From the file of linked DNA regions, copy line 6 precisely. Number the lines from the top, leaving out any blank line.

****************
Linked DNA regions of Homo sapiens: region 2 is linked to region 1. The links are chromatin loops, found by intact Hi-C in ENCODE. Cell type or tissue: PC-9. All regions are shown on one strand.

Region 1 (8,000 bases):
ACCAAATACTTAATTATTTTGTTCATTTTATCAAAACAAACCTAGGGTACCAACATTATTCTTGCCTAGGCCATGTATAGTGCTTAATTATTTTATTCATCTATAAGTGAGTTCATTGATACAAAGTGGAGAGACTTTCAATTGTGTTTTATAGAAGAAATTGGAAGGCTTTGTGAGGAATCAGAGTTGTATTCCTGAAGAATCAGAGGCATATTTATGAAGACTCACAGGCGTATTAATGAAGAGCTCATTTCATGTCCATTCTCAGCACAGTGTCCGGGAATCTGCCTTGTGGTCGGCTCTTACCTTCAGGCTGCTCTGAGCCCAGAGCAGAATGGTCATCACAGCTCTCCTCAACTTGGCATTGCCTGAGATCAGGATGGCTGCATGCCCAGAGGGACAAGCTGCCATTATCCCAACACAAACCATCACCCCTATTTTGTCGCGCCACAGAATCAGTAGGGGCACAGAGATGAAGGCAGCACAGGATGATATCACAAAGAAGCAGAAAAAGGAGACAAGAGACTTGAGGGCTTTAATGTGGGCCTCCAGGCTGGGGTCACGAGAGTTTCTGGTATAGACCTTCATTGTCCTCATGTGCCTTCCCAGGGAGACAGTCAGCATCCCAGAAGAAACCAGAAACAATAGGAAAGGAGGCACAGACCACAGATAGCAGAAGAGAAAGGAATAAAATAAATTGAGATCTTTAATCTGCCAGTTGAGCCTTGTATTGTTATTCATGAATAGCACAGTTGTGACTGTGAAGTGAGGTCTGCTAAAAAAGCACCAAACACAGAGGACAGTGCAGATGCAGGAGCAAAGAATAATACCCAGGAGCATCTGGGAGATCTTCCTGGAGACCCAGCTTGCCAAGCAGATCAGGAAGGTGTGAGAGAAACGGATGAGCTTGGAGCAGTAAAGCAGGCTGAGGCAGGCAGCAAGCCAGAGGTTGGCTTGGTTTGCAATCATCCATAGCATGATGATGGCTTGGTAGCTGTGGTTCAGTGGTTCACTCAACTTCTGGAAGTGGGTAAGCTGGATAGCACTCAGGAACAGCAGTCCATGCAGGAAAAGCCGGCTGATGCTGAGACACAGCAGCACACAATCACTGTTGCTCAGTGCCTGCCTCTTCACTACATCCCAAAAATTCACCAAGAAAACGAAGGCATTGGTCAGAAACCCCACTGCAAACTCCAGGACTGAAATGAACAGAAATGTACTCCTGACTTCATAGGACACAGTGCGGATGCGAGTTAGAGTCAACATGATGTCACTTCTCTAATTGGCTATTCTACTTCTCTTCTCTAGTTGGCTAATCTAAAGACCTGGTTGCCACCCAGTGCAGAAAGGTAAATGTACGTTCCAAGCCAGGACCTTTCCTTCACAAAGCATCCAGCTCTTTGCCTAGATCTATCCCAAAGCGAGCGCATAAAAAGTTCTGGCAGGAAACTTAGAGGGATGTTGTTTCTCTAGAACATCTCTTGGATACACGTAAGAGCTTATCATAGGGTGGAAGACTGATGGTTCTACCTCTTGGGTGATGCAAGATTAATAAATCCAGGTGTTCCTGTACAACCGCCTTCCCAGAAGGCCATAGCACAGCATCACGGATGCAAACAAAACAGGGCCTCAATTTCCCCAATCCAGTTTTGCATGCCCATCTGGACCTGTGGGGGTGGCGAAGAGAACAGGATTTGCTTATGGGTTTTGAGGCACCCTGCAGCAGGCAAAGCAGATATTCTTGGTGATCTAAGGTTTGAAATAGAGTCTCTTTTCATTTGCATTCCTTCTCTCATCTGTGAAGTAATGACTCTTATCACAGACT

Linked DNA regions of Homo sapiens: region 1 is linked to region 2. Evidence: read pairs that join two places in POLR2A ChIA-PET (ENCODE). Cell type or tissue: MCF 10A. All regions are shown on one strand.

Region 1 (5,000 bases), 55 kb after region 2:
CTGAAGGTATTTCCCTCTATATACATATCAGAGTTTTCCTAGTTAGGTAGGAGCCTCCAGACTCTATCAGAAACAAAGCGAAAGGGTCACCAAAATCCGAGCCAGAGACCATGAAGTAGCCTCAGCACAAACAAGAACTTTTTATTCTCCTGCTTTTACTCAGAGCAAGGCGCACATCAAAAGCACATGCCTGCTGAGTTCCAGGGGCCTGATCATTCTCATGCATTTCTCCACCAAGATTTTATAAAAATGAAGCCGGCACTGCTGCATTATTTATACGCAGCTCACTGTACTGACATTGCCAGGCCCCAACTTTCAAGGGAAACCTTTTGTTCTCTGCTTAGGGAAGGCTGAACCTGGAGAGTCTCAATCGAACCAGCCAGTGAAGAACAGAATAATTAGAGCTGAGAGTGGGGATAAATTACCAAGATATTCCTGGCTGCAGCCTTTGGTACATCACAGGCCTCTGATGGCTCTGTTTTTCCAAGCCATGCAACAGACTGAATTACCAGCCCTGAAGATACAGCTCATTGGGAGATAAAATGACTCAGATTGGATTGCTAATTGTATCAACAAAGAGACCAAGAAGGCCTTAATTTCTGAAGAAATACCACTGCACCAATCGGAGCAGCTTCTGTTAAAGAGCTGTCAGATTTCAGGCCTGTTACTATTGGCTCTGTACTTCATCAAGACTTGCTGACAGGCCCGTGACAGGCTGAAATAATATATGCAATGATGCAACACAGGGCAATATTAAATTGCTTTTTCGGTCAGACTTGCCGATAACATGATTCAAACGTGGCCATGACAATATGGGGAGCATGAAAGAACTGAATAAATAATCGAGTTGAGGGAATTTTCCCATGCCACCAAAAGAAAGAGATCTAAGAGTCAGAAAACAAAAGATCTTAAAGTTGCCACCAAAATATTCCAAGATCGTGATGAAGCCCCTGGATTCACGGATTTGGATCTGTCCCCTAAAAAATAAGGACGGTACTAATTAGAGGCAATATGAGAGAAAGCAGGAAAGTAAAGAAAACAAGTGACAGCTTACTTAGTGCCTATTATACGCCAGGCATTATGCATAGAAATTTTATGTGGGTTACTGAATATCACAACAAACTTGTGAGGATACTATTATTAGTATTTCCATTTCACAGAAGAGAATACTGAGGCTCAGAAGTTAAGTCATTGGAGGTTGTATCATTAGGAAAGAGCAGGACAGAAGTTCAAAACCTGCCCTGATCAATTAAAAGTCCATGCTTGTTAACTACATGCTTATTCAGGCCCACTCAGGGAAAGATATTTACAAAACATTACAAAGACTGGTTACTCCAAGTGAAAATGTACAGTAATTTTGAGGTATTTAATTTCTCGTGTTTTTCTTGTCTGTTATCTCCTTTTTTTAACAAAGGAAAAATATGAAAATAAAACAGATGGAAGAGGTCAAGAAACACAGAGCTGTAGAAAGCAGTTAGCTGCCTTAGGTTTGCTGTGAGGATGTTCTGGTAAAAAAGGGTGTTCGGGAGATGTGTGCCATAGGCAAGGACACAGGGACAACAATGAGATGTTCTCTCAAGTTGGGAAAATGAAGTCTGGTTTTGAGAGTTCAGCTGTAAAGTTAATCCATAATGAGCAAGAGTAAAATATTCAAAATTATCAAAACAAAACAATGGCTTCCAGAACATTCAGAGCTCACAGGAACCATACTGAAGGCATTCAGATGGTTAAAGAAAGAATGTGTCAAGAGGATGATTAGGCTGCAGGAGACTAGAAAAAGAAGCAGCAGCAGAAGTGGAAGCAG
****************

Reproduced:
CTGAAGGTATTTCCCTCTATATACATATCAGAGTTTTCCTAGTTAGGTAGGAGCCTCCAGACTCTATCAGAAACAAAGCGAAAGGGTCACCAAAATCCGAGCCAGAGACCATGAAGTAGCCTCAGCACAAACAAGAACTTTTTATTCTCCTGCTTTTACTCAGAGCAAGGCGCACATCAAAAGCACATGCCTGCTGAGTTCCAGGGGCCTGATCATTCTCATGCATTTCTCCACCAAGATTTTATAAAAATGAAGCCGGCACTGCTGCATTATTTATACGCAGCTCACTGTACTGACATTGCCAGGCCCCAACTTTCAAGGGAAACCTTTTGTTCTCTGCTTAGGGAAGGCTGAACCTGGAGAGTCTCAATCGAACCAGCCAGTGAAGAACAGAATAATTAGAGCTGAGAGTGGGGATAAATTACCAAGATATTCCTGGCTGCAGCCTTTGGTACATCACAGGCCTCTGATGGCTCTGTTTTTCCAAGCCATGCAACAGACTGAATTACCAGCCCTGAAGATACAGCTCATTGGGAGATAAAATGACTCAGATTGGATTGCTAATTGTATCAACAAAGAGACCAAGAAGGCCTTAATTTCTGAAGAAATACCACTGCACCAATCGGAGCAGCTTCTGTTAAAGAGCTGTCAGATTTCAGGCCTGTTACTATTGGCTCTGTACTTCATCAAGACTTGCTGACAGGCCCGTGACAGGCTGAAATAATATATGCAATGATGCAACACAGGGCAATATTAAATTGCTTTTTCGGTCAGACTTGCCGATAACATGATTCAAACGTGGCCATGACAATATGGGGAGCATGAAAGAACTGAATAAATAATCGAGTTGAGGGAATTTTCCCATGCCACCAAAAGAAAGAGATCTAAGAGTCAGAAAACAAAAGATCTTAAAGTTGCCACCAAAATATTCCAAGATCGTGATGAAGCCCCTGGATTCACGGATTTGGATCTGTCCCCTAAAAAATAAGGACGGTACTAATTAGAGGCAATATGAGAGAAAGCAGGAAAGTAAAGAAAACAAGTGACAGCTTACTTAGTGCCTATTATACGCCAGGCATTATGCATAGAAATTTTATGTGGGTTACTGAATATCACAACAAACTTGTGAGGATACTATTATTAGTATTTCCATTTCACAGAAGAGAATACTGAGGCTCAGAAGTTAAGTCATTGGAGGTTGTATCATTAGGAAAGAGCAGGACAGAAGTTCAAAACCTGCCCTGATCAATTAAAAGTCCATGCTTGTTAACTACATGCTTATTCAGGCCCACTCAGGGAAAGATATTTACAAAACATTACAAAGACTGGTTACTCCAAGTGAAAATGTACAGTAATTTTGAGGTATTTAATTTCTCGTGTTTTTCTTGTCTGTTATCTCCTTTTTTTAACAAAGGAAAAATATGAAAATAAAACAGATGGAAGAGGTCAAGAAACACAGAGCTGTAGAAAGCAGTTAGCTGCCTTAGGTTTGCTGTGAGGATGTTCTGGTAAAAAAGGGTGTTCGGGAGATGTGTGCCATAGGCAAGGACACAGGGACAACAATGAGATGTTCTCTCAAGTTGGGAAAATGAAGTCTGGTTTTGAGAGTTCAGCTGTAAAGTTAATCCATAATGAGCAAGAGTAAAATATTCAAAATTATCAAAACAAAACAATGGCTTCCAGAACATTCAGAGCTCACAGGAACCATACTGAAGGCATTCAGATGGTTAAAGAAAGAATGTGTCAAGAGGATGATTAGGCTGCAGGAGACTAGAAAAAGAAGCAGCAGCAGAAGTGGAAGCAG